There are 2.3 billion YouTube users worldwide, and the platform’s popularity has continued to increase significantly in the past few years. This, combined with the fact that the site is the fourth most visited on the internet, only proves just how much incredible marketing potential YouTube has.
Most social media marketers don't spend enough time on video marketing on YouTube. It's often overlooked by those trying to create a successful content strategy because of how complex it is to manage this type of project. There are, however, lots of tools and methods for creating a YouTube marketing strategy that is both competitive and easy to execute. Here’s a guide on making and executing a YouTube marketing strategy that any brand can do.
What is a YouTube marketing strategy?
YouTube is a powerful platform for marketing. Whether you’re looking to create a video for your audience or to promote your brand, it has plenty of opportunities to achieve your goals. That being said, you do have to create a strategy for your YouTube marketing itself.
The YouTube marketing strategy you create should be a carefully executed plan that involves consistent posting and a strong understanding of where you fit into your niche landscape on the platform. Your YouTube marketing strategy can be as detailed or as simple as you need it to be. It often involves planning out what you will create and how you'll create it. Your strategy will also heavily rely on target audience information for decision-making.
Many YouTube strategists conduct competitor research at the beginning. You’ll also want to factor in search engine optimization for both YouTube and Google.
Other factors go into YouTube marketing strategy off-site that you should be aware of. They include your other online properties such as your website, social media, and other content marketing channels. These will help with promotion and, if you already have an audience built up in one area, it will be easy to translate them to YouTube.
If you don't already have an audience of one thousand or more highly engaged participants, you can build one from scratch. Whether you're a startup or an established business, a strong YouTube marketing strategy will help you identify who your content is meant for and what kind of content will help them out the most. In other words, what content will have the most engagement long-term?
In a nutshell: a YouTube marketing strategy is a roadmap to achieving your goals for this channel. It should be attainable, realistic, and well-researched.
How do you create a YouTube marketing campaign?
In 2021, YouTube is full of amazing creators who have figured out how to conquer the algorithm and have been doing so for many years. But that doesn’t mean there isn’t room for one more brand. The good news is that a lot of the legwork has been done for you in terms of learning from beginner mistakes on the site.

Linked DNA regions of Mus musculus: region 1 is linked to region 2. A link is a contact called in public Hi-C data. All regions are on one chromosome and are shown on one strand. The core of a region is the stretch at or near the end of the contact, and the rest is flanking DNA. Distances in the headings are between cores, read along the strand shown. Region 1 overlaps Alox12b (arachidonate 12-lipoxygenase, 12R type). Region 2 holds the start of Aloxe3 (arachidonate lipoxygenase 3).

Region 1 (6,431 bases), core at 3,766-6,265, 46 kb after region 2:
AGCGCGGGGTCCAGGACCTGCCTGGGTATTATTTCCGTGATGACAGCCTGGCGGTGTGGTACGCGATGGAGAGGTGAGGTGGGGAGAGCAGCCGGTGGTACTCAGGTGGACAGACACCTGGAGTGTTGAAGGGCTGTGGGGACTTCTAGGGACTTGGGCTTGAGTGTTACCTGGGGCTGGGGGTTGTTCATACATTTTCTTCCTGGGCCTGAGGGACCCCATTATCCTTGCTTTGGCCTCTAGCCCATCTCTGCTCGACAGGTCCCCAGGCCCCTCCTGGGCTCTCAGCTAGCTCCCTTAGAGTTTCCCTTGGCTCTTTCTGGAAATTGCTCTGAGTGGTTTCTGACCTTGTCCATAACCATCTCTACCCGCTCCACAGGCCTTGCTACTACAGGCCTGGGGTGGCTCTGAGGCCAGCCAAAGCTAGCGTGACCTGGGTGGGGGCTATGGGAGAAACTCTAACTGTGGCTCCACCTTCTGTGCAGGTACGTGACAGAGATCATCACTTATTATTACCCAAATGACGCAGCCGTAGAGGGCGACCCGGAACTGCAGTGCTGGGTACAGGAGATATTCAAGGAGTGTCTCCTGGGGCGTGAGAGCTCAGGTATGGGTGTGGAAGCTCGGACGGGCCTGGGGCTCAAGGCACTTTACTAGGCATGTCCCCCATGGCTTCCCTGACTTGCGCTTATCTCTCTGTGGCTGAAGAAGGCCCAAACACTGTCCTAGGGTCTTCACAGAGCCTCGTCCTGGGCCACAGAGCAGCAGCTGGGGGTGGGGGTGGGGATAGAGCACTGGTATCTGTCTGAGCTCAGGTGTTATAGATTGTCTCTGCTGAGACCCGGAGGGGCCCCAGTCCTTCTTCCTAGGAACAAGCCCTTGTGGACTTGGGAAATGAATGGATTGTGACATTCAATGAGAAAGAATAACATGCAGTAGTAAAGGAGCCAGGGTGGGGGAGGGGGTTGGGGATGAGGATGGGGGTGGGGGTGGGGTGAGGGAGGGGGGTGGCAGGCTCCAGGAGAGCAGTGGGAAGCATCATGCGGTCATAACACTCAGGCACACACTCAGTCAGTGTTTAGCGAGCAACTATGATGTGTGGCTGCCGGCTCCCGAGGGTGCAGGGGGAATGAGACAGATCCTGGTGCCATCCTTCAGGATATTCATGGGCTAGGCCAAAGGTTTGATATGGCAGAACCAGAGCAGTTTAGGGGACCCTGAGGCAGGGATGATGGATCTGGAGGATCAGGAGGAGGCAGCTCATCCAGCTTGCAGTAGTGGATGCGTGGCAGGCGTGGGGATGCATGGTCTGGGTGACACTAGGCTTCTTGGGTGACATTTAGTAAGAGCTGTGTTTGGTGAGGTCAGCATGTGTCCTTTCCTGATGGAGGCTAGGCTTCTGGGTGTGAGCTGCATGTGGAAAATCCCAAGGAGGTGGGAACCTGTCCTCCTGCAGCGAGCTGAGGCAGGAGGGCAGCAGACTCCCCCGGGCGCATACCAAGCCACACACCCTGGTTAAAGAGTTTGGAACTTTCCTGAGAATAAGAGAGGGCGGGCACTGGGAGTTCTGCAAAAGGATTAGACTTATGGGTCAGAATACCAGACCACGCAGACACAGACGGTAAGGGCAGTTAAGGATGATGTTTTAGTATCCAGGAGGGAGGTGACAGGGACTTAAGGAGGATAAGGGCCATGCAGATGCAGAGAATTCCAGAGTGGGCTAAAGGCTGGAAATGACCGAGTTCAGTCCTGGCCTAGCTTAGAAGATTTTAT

Here’s the simplest and most effective way to create a YouTube marketing campaign that will cut through the noise. Follow these steps to assert your brand as an expert for your topics, no matter what the competitor landscape looks like:
1. Think long-term
You can set a ten-year goal, but this step should be done in a way that works for you. As a general rule of thumb, it takes an average of one to two years to achieve YouTube monetization, which requires a certain amount of watch hours and subscribers for approval.
2. Choose a target audience
Who do you think is most likely to find and benefit from your videos? Even if you attract other audiences, your north star for content brainstorming, formatting, and editing will be clear if you nail this from the beginning. Age range, gender identity, and interests are good starting points for your research. Pro tip: If there’s a group of people you can easily reach now with your YouTube content, use them as a jumping-off point for faster channel growth. You’ll eventually reach your long-term audience, but growth is slow in the beginning, so reaching more people immediately is a good idea if it’s easier for you.
3. Strategize distribution
Use your channel niche to create a promotion strategy that works best for your brand. Popular promotional channels include:
- Social media
- Facebook groups
- Instagram Stories
- TikTok teasers
- Reddit Forums
- Quora answers
- Niche blog communities
- Free virtual and in-person workshops
Don’t forget about optimizing for YouTube SEO. This can be done in every aspect of your video, from your topic to your title and description.
4. Consider your content
Think about what your target audience wants to see, what your brand needs to promote, and what kinds of topics will do best on this specific marketing channel (hint: education and entertainment are consistently top performers). Then, decide on what type of video you’ll produce.
For example, this can be unedited live stream playbacks from virtual events on your other platforms. Or it could be highly edited and original comedy sketches made specifically to rank on YouTube, given what you’ve seen competitors do on the platform already. Whatever format you choose, make sure it aligns with audience expectations based on what’s already out there and also shows off your unique brand of YouTube content.